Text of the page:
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Tibet Film Festival 2010 in London

July 9, 2010

By Adrienn Gecse
London Insider
July 7, 2010

The Tibet Film Festival has arrived again in
London for the third year running. Although in a
city like London one can easily watch a play
written by a Nigerian writer on one day, and the
following day can get a glimpse into Argentinean
music if one wishes so; it does not happen very
often that we have the chance to experience a
comprehensive picture about Tibet, its culture
and the people’s struggle during the last few decades.

For some reason the country is still not well
known by the West. Naturally, most of us have
heard about His Holiness the 14th Dalai Lama, and
the country’s links with China, and we also know
that many Hollywood celebrities have converted to
and are exponents of the Tibetan form of Buddhism
called Lamaism. However, few of us have been
lucky enough to get closer to this fascinating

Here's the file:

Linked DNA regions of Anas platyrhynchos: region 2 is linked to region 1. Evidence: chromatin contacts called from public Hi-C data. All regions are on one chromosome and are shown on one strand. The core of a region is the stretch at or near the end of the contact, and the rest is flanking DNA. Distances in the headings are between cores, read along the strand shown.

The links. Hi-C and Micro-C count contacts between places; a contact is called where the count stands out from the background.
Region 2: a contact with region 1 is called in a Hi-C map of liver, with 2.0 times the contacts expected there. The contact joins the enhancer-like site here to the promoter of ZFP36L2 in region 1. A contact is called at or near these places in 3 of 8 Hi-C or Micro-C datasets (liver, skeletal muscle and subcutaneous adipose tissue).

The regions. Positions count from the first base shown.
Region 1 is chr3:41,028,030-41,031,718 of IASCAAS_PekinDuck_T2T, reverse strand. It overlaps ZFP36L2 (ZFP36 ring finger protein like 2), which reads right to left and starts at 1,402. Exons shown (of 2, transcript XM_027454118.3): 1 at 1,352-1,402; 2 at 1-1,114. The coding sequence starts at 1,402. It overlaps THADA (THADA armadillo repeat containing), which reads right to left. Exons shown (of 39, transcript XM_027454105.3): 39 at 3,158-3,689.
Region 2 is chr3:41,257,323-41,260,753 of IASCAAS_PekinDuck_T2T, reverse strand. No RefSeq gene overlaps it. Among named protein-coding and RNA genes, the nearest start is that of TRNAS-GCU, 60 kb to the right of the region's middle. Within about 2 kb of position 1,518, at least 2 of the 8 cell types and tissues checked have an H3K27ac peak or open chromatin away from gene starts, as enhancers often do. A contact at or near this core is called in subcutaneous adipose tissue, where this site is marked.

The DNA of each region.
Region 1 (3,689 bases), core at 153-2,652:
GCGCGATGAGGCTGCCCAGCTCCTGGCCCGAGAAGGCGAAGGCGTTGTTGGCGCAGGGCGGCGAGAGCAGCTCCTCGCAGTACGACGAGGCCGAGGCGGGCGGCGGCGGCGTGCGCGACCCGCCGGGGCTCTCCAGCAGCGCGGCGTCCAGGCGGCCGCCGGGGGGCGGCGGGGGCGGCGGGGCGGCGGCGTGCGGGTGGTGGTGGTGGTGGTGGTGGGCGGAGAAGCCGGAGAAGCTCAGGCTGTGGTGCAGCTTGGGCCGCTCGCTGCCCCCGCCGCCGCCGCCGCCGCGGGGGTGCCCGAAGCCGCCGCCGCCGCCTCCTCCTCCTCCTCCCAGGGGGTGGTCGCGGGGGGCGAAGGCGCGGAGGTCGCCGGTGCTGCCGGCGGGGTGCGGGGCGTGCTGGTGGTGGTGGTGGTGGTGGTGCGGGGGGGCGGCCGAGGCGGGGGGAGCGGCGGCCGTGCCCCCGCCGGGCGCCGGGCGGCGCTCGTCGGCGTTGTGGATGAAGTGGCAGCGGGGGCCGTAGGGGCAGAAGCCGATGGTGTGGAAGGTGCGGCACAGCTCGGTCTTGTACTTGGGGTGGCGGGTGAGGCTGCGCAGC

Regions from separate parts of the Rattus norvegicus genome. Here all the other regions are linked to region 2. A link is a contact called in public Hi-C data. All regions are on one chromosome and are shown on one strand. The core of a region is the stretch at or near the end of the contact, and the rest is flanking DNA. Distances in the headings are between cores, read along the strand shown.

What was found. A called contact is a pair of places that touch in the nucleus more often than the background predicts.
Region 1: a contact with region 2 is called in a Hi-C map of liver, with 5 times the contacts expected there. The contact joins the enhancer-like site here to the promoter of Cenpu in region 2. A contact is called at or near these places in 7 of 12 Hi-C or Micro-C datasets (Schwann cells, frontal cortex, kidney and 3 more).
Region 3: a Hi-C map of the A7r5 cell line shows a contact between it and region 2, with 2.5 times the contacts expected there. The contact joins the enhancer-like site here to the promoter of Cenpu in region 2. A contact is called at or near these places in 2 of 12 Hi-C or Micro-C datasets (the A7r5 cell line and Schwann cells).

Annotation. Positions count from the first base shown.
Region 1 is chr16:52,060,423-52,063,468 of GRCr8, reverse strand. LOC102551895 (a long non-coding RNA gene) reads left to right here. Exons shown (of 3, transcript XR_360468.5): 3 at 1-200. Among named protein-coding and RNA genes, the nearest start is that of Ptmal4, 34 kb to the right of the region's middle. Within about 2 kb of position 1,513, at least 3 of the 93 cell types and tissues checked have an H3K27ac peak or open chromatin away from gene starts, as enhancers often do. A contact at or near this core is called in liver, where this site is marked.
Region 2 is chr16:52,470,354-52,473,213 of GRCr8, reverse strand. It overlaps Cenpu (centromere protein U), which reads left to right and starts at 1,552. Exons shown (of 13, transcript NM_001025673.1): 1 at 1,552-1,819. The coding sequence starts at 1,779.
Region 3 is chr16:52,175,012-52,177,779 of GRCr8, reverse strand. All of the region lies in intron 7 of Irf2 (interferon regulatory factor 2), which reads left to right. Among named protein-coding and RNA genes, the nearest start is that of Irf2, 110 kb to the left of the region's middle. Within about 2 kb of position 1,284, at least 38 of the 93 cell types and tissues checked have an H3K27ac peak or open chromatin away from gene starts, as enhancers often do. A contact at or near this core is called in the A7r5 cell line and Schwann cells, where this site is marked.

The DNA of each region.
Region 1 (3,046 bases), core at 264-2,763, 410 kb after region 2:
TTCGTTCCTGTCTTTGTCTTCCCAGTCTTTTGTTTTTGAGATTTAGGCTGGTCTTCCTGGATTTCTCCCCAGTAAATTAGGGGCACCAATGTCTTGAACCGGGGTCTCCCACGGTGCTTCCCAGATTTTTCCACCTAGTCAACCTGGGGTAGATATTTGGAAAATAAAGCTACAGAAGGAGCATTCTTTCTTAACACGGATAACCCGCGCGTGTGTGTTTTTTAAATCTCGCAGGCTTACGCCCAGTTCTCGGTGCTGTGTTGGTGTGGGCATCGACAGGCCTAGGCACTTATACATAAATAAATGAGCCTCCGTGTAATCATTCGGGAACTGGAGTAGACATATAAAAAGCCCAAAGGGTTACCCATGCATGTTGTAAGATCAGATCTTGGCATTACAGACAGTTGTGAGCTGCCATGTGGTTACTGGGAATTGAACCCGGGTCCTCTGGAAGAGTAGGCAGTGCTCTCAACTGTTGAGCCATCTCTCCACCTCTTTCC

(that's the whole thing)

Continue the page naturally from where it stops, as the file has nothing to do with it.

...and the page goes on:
country with its incomparable cultural heritage
and breathtaking landscapes. Fortunately, the
Tibet Film Festival aims to offer an insight into
Tibetan art and culture for Londoners.

This year’s programme, launched on the 1st of
July in Cinéphilia West with a drink reception,
has six strands, of which my personal favourite
(and really looking forward to see some of the
short films and documentaries of this section) is
the impact of global warming on the Tibetan
Plateau and its effects on downstream communities
across Asia. Another exciting topic explored
during the festival is one of the diversity and
richness of Tibetan culture in exile.

The festival showcases over 30 films from
Tibetan, Indian and other international
filmmakers. Moreover, this year’s festival
includes numerous special events like a
photography exhibition in Cinéphilia West (1-31
July, 171 Westbourne Grove, W11 2RS), a panel
discussion with Isabel Hilton, journalist and
broadcaster in the Asia House (12 July, 63 New
Cavendish St., W1G 7LP), and a music event with
Damien Rice (29 July, ICA, The Mall, SW1Y 5AH), among many others.

The Tibet Film Festival is a non-profit
initiative and any proceeds from the festival
will be donated to community projects in the
Tibetan exile community through the Tibet House
Trust. The organizers also would like to support
the Kyegudo area of Kham, which was struck by a
devastating earthquake only some months ago, on 14th April 2010.

The Festival will run in various venues across
the city throughout July before going on tour from August.
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